Sintering regolith with solar light – Solar sintering of building elements for habitats with lunar regolith simulants in a vacuum chamber
November 2015 – October 2017
EU – Horizon 2020, within the topic of ‘3D printing – advancement of TRL’
Deutsches Zentrum für Luft – Und Raumfahrt EV, Germany; Space Applications Services NV, Belgium; LIQUIFER Systems Group GmbH, Austria; Compagnie Maritime D Expertises SA, France; Bollinger Grohmann Schneider ZT GmbH Austria
Waltraut Hoheneder, Barbara Imhof, René Waclavicek, Molly Hogle
Future human activity on the lunar surface will use 3D printing to build infrastructure from lunar soil using the Sun as the only source of energy. Today this technology is considered disruptive; tomorrow it will be the standard. The RegoLight project investigates the sintering process of lunar regolith simulants by means of concentrated sun light in order to prepare for future lunar missions for building infrastructure (levelled terrain, dust shelters, launch pads etc.) and structural components for lunar habitats. Solar sintering of regolith is currently at TRL3 , being able to build a regolith ‘brick’ in a laboratory set-up with a moving table in a solar furnace. RegoLight aims at enhancing this specific additive layer manufacturing technique –which seems very promising for lunar applications since it does not involve any consumables– by further characterizing the parameters for sintering different types of regolith and by developing a movable printing head capable both of pointing the concentrated solar beam at the required spot and of deploying incrementally additional layers of regolith in order to continue with the additive building process. Based on the mechanical properties of solar sintered regolith, architectural scenarios and applications are developed taking into account the benefits of additive layer manufacturing and novel construction concepts for lunar gravity.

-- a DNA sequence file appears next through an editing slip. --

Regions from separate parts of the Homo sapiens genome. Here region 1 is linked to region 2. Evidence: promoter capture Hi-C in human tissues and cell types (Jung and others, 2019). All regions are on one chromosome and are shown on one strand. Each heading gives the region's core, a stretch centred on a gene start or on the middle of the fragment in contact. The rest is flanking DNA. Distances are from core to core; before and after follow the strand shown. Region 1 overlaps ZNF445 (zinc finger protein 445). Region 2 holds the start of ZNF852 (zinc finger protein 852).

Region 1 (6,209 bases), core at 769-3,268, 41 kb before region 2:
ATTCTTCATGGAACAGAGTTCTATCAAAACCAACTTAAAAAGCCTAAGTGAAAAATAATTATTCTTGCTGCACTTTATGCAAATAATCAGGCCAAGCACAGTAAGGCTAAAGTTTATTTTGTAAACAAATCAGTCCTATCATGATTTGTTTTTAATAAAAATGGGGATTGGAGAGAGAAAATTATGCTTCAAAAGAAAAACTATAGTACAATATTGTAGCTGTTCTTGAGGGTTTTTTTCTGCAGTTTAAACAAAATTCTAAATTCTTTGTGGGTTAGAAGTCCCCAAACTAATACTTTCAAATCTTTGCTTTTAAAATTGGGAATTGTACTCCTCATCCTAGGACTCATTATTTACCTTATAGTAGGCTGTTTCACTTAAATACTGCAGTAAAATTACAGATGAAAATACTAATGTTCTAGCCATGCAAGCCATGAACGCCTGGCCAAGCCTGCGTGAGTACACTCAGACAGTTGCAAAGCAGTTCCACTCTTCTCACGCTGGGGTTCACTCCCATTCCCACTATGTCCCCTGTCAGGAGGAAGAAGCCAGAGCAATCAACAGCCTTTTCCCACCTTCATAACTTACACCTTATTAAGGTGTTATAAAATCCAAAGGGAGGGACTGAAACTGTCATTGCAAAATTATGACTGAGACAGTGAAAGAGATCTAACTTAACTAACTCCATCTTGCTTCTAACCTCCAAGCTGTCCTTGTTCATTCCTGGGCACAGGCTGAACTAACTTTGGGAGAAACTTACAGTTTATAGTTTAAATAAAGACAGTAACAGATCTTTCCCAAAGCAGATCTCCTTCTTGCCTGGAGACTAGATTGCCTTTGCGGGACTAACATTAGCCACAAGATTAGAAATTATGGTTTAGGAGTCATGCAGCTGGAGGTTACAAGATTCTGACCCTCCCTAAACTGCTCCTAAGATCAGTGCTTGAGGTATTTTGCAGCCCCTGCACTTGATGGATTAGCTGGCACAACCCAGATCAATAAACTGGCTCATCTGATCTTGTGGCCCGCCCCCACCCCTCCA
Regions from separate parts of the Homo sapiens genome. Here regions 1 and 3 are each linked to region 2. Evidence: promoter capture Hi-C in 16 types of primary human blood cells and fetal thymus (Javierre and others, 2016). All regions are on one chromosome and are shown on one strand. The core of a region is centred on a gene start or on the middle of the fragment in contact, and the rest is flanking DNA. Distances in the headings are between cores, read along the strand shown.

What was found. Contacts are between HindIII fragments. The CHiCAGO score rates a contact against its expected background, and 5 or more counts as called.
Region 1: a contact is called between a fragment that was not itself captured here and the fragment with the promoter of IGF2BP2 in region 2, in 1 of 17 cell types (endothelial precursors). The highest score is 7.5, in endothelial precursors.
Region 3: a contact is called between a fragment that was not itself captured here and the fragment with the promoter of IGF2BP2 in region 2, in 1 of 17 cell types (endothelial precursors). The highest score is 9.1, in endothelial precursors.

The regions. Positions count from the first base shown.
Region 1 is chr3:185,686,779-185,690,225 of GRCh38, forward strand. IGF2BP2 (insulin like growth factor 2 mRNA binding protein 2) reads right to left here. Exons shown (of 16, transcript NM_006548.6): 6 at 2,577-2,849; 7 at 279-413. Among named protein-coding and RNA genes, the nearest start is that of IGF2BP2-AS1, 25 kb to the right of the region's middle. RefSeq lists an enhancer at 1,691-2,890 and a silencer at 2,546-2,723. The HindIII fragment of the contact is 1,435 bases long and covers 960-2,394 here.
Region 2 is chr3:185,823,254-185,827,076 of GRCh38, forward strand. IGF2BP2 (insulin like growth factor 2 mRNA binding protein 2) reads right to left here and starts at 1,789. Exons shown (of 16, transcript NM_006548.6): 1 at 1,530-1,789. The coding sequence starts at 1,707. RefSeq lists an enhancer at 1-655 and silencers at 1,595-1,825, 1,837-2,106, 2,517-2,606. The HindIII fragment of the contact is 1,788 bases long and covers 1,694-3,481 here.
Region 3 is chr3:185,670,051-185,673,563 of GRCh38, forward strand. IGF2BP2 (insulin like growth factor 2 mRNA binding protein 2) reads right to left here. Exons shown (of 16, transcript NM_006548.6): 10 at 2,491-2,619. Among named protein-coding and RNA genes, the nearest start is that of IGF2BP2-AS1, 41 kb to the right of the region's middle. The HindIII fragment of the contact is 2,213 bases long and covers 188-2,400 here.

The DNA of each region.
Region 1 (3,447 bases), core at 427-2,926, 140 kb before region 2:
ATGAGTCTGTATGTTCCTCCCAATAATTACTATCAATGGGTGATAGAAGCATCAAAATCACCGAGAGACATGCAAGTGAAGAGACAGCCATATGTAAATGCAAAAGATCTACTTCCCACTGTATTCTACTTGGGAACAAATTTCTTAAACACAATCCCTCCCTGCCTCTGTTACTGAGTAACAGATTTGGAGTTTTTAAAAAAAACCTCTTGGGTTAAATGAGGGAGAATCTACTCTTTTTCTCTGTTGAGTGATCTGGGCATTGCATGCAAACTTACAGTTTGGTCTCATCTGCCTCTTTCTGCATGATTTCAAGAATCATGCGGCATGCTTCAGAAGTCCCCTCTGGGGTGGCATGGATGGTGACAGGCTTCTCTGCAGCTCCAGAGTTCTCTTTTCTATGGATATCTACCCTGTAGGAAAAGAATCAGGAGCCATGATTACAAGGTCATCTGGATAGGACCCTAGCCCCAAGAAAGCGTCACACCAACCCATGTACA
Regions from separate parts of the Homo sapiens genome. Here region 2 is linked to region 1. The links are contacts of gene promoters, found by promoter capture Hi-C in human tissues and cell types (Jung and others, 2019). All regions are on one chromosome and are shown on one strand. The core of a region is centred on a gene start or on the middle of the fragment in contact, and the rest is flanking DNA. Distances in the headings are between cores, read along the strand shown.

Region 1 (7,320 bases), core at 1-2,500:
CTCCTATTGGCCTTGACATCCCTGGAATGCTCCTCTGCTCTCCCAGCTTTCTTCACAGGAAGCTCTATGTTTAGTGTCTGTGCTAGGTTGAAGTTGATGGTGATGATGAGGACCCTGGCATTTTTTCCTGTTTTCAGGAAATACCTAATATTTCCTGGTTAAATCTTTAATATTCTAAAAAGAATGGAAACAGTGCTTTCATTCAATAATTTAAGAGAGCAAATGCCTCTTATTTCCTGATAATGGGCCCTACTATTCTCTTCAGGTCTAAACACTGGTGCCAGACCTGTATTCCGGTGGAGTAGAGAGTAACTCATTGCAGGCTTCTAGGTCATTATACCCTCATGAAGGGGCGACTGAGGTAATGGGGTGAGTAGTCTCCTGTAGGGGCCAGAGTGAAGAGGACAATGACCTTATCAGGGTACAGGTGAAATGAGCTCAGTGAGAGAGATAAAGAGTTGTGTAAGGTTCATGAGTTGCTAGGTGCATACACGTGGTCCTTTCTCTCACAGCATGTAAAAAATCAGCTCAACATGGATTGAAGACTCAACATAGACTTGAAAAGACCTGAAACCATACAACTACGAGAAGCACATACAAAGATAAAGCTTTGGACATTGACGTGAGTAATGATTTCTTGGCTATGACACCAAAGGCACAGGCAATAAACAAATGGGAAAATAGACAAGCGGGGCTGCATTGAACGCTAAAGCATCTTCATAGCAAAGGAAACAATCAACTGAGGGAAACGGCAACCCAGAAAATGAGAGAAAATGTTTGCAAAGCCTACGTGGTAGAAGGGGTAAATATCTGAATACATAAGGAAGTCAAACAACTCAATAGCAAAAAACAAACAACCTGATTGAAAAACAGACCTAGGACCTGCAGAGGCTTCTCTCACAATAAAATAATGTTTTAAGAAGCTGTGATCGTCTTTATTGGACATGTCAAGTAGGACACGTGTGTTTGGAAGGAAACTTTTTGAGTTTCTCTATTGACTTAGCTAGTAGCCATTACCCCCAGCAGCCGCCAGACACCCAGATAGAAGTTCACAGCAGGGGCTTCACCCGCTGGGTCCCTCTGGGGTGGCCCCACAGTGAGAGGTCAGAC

A detailed Finite Element Model will provide insight for a possible lunar architectural scenario using this technology. With a concurrent engineering approach, sample structures are printed having been derived from ‘big picture’ scenarios and bottom up approaches at the same time. The project objective is the development of a regolith solar sintering device breadboard which will be validated in a relevant environment (TRL5). The parts printed in a thermal vacuum chamber will undergo mechanical properties tests to build a database and FEM analysis for validation of the concepts.